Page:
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Egypt says Israel incited U.S. Congress on aid

CAIRO (Reuters) - Egypt accused Israel in an interview published on Tuesday of inciting U.S. lawmakers to damage relations between Egypt and the United States.

Egyptian Foreign Minister Ahmed Aboul Gheit was referring to a Congressional threat to withhold $100 million in military aid to Egypt unless the Egyptians crack down on arms smuggling into Gaza, which is controlled by the Islamist group Hamas.

Aboul Gheit, in the interview with the Egyptian newspaper Rose el-Youssef on the eve of a visit to Egypt by U.S. President George W. Bush, denied that relations between Cairo and the U.S. administration were tense over the smuggling question.

But he added: “Israel has succeeded in inciting the U.S. Congress, and not the U.S. administration, by putting some sticks in the wheels of this relationship.”

Egypt has complained before about Israeli attempts to influence Congress, especially after Israelis circulated what they said was videotape of Egyptian security forces helping Hamas militants smuggle weapons through tunnels into Gaza.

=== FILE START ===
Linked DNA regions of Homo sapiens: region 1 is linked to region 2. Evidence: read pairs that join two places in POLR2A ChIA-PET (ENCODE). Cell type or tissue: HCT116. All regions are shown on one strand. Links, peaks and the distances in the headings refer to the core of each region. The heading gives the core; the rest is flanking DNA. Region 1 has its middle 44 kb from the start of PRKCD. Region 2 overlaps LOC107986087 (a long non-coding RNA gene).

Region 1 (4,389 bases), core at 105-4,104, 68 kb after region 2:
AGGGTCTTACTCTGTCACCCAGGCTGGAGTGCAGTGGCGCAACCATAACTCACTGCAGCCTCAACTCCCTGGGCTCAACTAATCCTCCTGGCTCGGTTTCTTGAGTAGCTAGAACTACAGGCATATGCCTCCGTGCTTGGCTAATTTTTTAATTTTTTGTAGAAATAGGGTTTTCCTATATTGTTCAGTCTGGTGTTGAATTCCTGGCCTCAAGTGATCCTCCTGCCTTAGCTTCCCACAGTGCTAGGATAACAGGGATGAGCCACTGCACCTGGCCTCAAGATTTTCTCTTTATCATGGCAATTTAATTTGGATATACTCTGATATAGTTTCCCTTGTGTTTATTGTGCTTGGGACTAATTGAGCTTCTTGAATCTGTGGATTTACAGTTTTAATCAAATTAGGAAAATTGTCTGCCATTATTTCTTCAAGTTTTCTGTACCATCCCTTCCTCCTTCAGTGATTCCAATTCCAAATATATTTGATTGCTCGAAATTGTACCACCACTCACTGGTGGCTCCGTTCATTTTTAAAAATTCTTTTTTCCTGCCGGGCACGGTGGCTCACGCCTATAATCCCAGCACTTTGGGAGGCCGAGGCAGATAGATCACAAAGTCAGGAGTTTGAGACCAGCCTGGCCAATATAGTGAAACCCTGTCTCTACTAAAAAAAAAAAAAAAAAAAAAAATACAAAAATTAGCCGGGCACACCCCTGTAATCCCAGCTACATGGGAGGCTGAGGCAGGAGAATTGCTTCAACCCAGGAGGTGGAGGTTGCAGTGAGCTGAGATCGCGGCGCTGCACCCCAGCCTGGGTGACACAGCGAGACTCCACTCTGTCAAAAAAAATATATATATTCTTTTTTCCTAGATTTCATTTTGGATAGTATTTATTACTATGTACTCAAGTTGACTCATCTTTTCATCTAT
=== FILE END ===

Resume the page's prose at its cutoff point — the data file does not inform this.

Egyptian President Hosni Mubarak said Israel had fabricated the evidence and defended his country’s record on smuggling.

Aboul Gheit added: “Some people on the U.S. side adopted the Israeli position, and the U.S. aid programme (to Egypt) came to be targeted... We succeeded in cutting Israel down to its real size as far as its talk about the tunnels is concerned.”

The minister said he thought the dispute was coming to an end after the United States offered to give Egypt special equipment to enable it to detect tunnels along the border.

Visits to the border area by U.S. members of Congress and congressional aides have also helped, he added.

Bush is expected to talk with Mubarak about the arrangements on the Gaza border.